The erosion of traditional means of self-sufficiency has led some First Nations in the area to seek to benefit from the tar sands development. Fort McKay First Nation, which is located less than 55 miles from the three existing mines, has emerged as a willing, if reluctant, participant after years of resistance. The first two mines, owned by Suncor and Syncrude, were established in the 1960s without the consultation or consent of the Fort McKay First Nation. At first, says Chief Jim Boucher, the community fought further development by launching legal challenges in the 1970s that successfully blocked Petro-Canada, Gulf, and Shell from setting up camp in the area. But then, in the 1980s, the fur market that had employed Fort McKay’s trappers collapsed, and many became dependent on welfare. Realizing that they were already surrounded by mines that would slowly erode the populations of wildlife they hunted for subsistence, community leaders felt they had no choice but to turn to the tar sands.
In 1986, the Fort McKay Band Council formed the Fort McKay Group of Companies, which now pulls in millions of dollars of revenue each year from businesses that service oil companies with everything from heavy equipment to workers’ camps. The band council is also in discussion with oil companies about extracting the 600 million barrels of bitumen that lie under their reserve. Fort McKay is rumoured to be the richest First Nation in Canada. “This community’s success is completely dependent on oil sands development,” says Boucher. “That’s the only option.”
A similar route has been taken by the band council of the Buffalo River First Nation, located just across the provincial border to the east, where the Cold Lake deposit extends into Saskatchewan. In May of 2007, the council signed an agreement with Access Energy allowing oil exploration on their reserve and traditional use lands in exchange for a position as equal partners in the project and the company’s commitment to invest in social infrastructure in the community.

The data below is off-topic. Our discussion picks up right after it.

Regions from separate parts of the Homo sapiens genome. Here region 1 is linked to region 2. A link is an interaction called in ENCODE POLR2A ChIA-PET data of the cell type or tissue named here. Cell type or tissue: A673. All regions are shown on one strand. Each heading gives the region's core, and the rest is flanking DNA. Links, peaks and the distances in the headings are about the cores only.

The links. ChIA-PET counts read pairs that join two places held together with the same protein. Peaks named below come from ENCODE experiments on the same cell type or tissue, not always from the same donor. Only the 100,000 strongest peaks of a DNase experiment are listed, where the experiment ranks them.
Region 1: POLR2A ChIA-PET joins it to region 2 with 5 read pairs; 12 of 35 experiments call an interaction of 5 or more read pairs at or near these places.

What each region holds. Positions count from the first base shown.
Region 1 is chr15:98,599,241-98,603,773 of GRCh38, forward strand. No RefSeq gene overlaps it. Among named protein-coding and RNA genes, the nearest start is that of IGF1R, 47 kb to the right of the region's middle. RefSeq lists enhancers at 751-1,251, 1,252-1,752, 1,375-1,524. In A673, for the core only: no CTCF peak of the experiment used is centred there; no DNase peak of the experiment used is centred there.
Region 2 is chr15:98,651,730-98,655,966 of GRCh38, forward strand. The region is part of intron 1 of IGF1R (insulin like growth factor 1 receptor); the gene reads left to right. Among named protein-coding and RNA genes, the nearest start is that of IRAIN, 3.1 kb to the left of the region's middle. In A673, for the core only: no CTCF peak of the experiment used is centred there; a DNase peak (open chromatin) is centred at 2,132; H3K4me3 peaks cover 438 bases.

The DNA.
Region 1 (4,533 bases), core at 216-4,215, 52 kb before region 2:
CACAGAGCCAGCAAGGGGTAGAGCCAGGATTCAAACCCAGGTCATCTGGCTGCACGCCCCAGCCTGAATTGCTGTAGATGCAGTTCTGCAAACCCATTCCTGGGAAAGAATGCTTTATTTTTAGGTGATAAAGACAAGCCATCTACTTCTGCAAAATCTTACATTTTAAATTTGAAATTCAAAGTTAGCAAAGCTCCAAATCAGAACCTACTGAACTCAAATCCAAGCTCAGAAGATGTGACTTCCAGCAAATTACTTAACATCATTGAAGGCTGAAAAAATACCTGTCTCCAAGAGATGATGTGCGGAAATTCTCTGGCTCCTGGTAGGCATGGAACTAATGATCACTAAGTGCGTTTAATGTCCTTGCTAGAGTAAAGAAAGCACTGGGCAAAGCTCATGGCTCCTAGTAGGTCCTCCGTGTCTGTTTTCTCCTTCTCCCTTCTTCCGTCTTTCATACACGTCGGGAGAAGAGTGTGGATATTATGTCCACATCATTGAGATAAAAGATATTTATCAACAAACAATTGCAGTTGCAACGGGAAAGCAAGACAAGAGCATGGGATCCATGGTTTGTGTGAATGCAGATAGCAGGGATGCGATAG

Other First Nations, however, are in active opposition to tar sands development on or near their lands. The Woodland Cree, located near the Peace River deposit in northwestern Alberta, are suing the Alberta government in an attempt to block an eight-fold expansion of Shell’s Carmon Creek project. The project’s main processing plant is less than 10 kilometres from the band’s main reserve at Cadotte Lake.
The nearby Lubicon Cree are fighting a Signet Energy and Deep Well Oil & Gas project that would see 350 to 500 oil wells drilled near the 247-square-kilometre parcel of land identified by the provincial and federal governments as future reserve land for the Lubicon.
Regardless of the position they take on specific projects, however, nearly all the First Nations in the area have expressed concern about the pace of development, the lack of consultation, and the regulatory vacuum created by an approvals process that considers every project on a stand-alone basis and never takes into account the cumulative environmental effects of all projects combined.